Hybrid and plug-in hybrid cars may not be the longer term preferred option but they do have an interim role.
As we transition to fully-electric motoring we still are uncertain as to how long that transition for will take for many of us. The efficiency of electric cars, their range, the lack of readily available public charging infrastructure and uncertainty about electricity supplies all combine to limit the undoubted enthusiasm a lot of new car buyers feel when deciding to make the change.
There are clearly many people whose needs can be met by current electric cars on the market but there are many others who don't see electric cars as a viable option, especially is they have longer journeys to make.
In the meantime we have hybrid and plug-in options, whose manufacturers tempt us with the fact that their cars can run on electricity for some of the time but also have a petrol engine to fall back on, thus eliminating range anxiety.
However, government policy is that as long as a car has an internal combustion engine then it is not as clean as an all-electric car and there is also a view that continuing to provide cars with such engines retards the move to clean electric.
Which brings us back to the length of the transition period. Right now, hybrids do at least allow us to use less fuel, especially in city traffic conditions.
The Lexus NX is a case in point. As a non-fully-electric luxury SUV it comes with a plug-in compromise that will allow you to drive in electric mode for about 50 km or so. Many urban journeys and commutes are far less than that and if your main driving commitments are within that range then you essentially won’t be using a great deal of petrol. When you have exhausted that range you’ll be using a 2.5 litre petrol engine, which is efficient enough to return about 6 litres of fuel for 100 km driven.
The NX is a really well designed car, with crisp and sculpted lines wrapping the exterior, which has a nuanced slope to it.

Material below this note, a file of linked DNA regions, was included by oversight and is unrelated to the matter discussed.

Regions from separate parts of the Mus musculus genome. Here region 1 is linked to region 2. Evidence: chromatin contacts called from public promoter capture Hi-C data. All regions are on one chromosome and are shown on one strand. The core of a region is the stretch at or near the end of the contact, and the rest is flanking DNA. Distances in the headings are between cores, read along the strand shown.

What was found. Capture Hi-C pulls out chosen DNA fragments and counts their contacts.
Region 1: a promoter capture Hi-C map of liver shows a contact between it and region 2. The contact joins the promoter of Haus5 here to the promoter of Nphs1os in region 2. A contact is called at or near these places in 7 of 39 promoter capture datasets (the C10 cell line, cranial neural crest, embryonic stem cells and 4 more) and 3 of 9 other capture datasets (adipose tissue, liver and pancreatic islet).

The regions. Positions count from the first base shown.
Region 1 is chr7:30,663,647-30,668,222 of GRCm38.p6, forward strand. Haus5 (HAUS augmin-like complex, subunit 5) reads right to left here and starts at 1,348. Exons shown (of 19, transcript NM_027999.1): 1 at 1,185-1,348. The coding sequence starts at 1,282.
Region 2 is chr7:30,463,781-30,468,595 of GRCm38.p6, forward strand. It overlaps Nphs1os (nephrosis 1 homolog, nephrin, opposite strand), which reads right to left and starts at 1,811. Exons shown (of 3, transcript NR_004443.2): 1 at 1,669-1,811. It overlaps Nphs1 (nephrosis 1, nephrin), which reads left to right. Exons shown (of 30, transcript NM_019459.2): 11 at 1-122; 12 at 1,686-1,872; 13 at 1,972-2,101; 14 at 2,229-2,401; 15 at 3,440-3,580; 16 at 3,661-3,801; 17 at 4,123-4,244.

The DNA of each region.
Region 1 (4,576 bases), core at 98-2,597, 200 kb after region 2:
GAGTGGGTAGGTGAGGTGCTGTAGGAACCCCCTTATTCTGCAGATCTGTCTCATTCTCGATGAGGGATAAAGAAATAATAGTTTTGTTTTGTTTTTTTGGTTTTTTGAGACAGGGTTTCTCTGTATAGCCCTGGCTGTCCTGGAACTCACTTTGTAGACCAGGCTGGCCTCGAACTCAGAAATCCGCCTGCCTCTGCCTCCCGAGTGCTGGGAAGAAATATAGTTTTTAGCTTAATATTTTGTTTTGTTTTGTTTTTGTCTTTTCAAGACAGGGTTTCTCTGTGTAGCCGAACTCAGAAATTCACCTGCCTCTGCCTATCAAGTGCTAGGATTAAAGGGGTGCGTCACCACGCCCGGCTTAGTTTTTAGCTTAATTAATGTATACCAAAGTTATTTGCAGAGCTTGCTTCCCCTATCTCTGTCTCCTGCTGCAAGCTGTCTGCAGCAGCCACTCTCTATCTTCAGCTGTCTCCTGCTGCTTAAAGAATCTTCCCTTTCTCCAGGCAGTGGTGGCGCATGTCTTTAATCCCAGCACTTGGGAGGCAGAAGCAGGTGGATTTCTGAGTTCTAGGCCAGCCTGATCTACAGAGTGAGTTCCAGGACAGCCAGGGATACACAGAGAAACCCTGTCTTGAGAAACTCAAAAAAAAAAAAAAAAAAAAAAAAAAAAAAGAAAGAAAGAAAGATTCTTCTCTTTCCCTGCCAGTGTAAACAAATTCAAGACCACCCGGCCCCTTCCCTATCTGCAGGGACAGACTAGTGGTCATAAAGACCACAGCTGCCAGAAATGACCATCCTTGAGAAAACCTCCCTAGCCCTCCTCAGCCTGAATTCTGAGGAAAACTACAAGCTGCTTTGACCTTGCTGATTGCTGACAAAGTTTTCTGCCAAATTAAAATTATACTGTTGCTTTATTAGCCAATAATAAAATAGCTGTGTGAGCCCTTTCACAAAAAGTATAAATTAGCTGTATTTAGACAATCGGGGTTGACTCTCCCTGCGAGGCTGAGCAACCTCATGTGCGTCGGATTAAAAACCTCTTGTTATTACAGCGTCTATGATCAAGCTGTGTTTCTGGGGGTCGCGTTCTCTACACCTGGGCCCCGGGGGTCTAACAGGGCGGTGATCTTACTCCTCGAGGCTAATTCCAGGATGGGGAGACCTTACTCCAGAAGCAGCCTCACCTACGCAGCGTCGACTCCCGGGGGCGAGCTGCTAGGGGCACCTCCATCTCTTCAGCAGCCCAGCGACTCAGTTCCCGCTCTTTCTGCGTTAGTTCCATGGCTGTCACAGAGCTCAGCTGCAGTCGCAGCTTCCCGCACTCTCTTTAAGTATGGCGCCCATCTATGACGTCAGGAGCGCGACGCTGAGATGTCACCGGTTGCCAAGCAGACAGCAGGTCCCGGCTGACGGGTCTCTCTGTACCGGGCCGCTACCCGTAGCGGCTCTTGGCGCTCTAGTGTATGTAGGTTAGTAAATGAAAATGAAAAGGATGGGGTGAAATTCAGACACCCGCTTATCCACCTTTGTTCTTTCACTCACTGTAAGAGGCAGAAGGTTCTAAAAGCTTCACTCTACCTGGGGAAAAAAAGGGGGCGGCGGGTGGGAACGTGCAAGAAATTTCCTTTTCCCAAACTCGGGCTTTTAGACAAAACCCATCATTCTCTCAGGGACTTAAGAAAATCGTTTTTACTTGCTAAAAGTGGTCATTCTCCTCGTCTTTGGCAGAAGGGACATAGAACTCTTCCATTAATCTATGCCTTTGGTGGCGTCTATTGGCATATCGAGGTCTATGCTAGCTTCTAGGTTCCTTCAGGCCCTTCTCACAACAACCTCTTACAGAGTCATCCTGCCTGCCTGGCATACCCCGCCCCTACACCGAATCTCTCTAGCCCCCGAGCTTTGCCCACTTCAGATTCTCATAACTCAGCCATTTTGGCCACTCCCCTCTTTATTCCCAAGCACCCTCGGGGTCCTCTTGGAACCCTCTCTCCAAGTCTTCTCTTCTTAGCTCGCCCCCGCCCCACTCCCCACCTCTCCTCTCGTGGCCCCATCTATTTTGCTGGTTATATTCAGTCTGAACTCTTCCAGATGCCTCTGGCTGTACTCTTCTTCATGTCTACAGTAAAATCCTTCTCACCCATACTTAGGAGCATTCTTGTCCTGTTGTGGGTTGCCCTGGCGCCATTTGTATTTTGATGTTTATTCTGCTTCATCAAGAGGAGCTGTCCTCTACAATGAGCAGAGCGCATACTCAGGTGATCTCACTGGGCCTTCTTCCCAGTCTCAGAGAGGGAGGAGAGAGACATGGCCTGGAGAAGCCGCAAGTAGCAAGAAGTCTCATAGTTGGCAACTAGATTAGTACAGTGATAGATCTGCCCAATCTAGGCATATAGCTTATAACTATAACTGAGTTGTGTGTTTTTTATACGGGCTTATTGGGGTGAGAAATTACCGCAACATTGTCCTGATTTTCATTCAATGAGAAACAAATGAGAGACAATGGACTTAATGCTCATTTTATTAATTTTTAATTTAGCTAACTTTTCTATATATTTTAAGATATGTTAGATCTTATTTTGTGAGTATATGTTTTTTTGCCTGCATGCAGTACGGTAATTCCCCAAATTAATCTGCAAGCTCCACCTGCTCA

Two things that impress me most about it, however, are the fact that it is so well finished inside and that it has a very reassuring pedigree for reliability, unlike a number of its competitors. In the 2022 What Car ? reliability survey, Lexus as a manufacturer comes in at first place out of 32. You can also add in lower rates of depreciation because of that reliability record.
Driving it you do feel that Lexus has done everything to smooth out any potential fault lines. It’s quiet and luxurious, as it claims to be. The front seats are among the best around and attention to detail is evident everywhere in the interior.
The rear, however, is good for two rather than three.
The NX comes in three guises - the Executive, Premium and F-Sport. The Executive comes in at €63,330 but you won’t find any entry level equipment limits.
Leather upholstery, active cruise control, a 9.8" infotainment screen, satellite navigation and dual zone automatic air conditioning are accompanied by a suite of safety features that is both generous and reassuring. Among the features are emergency braking, 14 airbags, lane-keep assistance and other accident avoidance equipment. You’ll also get a maximum 5 star EuroNCAP rating.
The automatic gearbox is a CVT system that allows for the automatic selection of infinite gearing using a belt system and it isn’t everyone’s cup of tea. As with all other CVT systems you will often detect a revving of the engine before accelerating and there is a lurching when you push the car hard, such as when overtaking. It’s something you tend to adapt to but it’s not the driving experience you get in a comparable Audi or BMW.
Personally, I find when driving hybrids and electric cars that I’m more inclined to adjust my driving style to try to achieve maximum fuel or battery consumption. I’m more inclined to challenge myself rather than the car.
On that basis, the NX is a better city car than a long-distance motorway one, when you will most likely to be running on petrol alone. I did, however, particularly like the car’s ability to surprise me by switching into electric mode at times and at speeds I didn’t expect it to - on secondary roads, for example.
The NX has a generous 545 litres of boot space, which is enough to accommodate biggish luggage and the usual suburban loads. You will get a whole lot space more by flattening the rear seats when you’ll have over 1400 litres. I like the fact that boot space isn’t taken up with the cables you need for charging - they fit neatly and out of the way in the underfloor storage area. The tailgate is also powered for ease of use.
Despite Lexus having a superb reliability record, its warranty is still a three year 100,000 km one while you can get a seven year warranty with a Kia. It’s surprising.
As a comfort package, the NX has a lot to commend it and the extra height is a welcome feature - not just because it affords a commanding view but also because of ease of entry and egress. It’s luxury qualities are also its best ones.